With safety increasingly paramount in the game, referees are taking a hard line on shots to the head – as they should, and perhaps, as they always should have.
It’s not as if this is a new law, the players all know it is a focus, so why do the red cards keep mounting up around the world?
Perhaps even more surprisingly, the excuse brigade is still has a voice in this; “the game’s gone soft” and “what was the player supposed to do?” statements, somehow, still manage to find their way into social and mainstream media unchallenged.
I am sure their volunteerism in the breakdown crash test dummy test would be appreciated if they want to test their thoughts.
In order to assist those of obviously limited ability to either comprehend or follow the laws of the game, here is the Highlanders guide to not getting sent off at cleanout time.
1. Arrive in time
With the new breakdown directives and the five-second law being enforced the game was not only likely to speed up, but the distance from ruck to ruck is widening.
This puts a greater onus on the cleaners for the offensive side to arrive quickly in support of the carrier, and for defenders to get back and through the gate faster than in recent years.
We are already seeing players struggle with this but rather than conceding they are too late to have an impact, in they go, lemming style, often in full launch off the feet mode.
This faster game requires some thinking both about the lines run in support of the ball carrier and which players do we want to have primarily performing those roles.
For the record, the list of the last six reds for headshots, three props, one lock, two back rows (not what I would call traditional flankers)
Arriving too late to make an impact seems to the catalyst for heading for the sheds.
2. Select your target
It surely can’t be that difficult to keep your eyes open all the way into contact at ruck time.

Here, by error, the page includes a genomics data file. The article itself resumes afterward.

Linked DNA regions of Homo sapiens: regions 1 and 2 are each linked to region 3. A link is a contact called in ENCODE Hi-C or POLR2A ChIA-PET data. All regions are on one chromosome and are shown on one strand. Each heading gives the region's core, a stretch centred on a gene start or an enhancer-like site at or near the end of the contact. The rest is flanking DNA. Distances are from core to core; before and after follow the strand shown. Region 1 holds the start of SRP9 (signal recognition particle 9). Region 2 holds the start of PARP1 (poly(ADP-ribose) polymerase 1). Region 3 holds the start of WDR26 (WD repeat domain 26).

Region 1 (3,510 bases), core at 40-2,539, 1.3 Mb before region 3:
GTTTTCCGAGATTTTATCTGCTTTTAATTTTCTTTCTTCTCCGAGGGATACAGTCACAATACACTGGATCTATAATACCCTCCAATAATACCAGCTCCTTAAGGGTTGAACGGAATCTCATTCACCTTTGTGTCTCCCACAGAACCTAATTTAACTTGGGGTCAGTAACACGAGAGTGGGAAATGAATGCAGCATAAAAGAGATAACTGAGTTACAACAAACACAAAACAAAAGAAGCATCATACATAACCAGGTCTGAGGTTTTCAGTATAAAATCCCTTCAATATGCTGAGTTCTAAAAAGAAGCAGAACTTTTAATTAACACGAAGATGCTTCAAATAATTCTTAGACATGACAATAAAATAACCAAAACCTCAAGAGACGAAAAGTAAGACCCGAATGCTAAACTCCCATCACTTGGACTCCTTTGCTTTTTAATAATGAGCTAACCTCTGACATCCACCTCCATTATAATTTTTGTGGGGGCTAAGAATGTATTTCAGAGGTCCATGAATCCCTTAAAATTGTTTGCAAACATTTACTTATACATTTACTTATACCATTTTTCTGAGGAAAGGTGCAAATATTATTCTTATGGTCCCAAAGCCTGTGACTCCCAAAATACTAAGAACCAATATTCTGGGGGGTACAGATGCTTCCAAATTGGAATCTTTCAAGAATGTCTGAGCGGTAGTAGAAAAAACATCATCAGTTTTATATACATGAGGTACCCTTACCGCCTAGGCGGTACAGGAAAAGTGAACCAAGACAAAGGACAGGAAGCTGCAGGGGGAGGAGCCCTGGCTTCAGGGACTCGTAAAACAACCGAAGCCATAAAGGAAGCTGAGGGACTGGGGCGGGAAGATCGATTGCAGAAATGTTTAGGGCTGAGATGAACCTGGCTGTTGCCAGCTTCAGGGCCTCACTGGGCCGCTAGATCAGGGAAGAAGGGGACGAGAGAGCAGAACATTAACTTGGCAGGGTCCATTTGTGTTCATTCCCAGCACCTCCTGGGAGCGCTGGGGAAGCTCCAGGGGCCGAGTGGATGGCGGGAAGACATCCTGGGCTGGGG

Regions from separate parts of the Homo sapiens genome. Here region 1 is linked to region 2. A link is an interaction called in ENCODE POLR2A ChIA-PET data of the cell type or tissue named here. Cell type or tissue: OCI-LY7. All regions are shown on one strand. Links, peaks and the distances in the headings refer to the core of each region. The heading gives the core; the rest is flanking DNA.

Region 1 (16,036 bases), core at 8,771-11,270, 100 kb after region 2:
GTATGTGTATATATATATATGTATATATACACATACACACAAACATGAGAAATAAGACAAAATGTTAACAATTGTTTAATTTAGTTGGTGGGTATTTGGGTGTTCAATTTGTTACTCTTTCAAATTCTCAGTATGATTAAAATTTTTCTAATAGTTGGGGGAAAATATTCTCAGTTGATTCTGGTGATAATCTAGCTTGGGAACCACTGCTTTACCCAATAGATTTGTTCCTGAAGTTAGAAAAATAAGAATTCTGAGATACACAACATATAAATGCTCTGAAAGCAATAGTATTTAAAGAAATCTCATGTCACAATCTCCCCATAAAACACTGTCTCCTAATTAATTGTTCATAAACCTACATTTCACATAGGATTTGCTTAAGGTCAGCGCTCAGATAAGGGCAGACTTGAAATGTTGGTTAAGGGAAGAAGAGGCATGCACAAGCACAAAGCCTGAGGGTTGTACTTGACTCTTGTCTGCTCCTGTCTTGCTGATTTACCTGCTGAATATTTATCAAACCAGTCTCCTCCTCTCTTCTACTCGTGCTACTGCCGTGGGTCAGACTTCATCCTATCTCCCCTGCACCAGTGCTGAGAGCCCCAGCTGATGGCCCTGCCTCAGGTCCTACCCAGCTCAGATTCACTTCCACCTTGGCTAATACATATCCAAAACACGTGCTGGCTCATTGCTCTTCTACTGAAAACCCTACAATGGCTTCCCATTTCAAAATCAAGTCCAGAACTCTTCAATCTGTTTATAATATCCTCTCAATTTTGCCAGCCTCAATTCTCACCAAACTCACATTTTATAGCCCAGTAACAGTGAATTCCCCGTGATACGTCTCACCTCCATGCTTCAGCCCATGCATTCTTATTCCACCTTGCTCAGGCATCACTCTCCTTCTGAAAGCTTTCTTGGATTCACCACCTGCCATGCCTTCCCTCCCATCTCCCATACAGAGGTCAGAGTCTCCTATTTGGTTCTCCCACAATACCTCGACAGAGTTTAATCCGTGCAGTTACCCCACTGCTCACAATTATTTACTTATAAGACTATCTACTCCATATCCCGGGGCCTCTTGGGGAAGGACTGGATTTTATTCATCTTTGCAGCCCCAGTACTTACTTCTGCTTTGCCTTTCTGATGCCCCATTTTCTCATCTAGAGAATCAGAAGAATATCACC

It allows you to adjust, as best you can, should the target move before contact is made, and selecting a particular target to maximise the impact of your arrival is surely a better outcome than just blindly flying into the morass before you.
Oh, and stay on your feet while your eyes are open too.
3. Where you put your hands – this is the coaching point
Leading with the shoulder with your arm trailing or folded chicken wing style across your chest is a good way to collect penalties and yellows.
Do it anywhere near the cranium, and it’s the picture that will get you an early shot at the showers and leave your mates in the lurch.
So, as you enter the contact zone your hand should be even with or in front of your shoulder, and here’s a clue, if there is no logical place for your hand and arm to wrap/fold/go into, it’s time the abort a full scale hit.
4. Just know when to leave it alone
A couple of years ago on this site I published an article comparing how David Pocock and Sam Cane took different approaches at ruck time.
Pocock would look for ways to make an impact at most rucks he attended, Cane was far more likely to assess if his impact would be suboptimal and move onto his next position.
Players need to accept that there are going to arrive at break-down situations where their exalted arrival is going to have zero impact on the outcome of said breakdown, and yes, this will mean, on occasion, allowing the other team to keep/have the ball. Gut-wrenching isn’t it?
Make a good decision and find the right defensive position to take up for the next phase.
One thing that is rapidly becoming apparent is that this current wave of refereeing focus is not going away. Lawyers and insurers – as well as players’ groups – are not going to allow a backward step.
Time to change the way players are approaching the break-down – and best get it sorted quickly.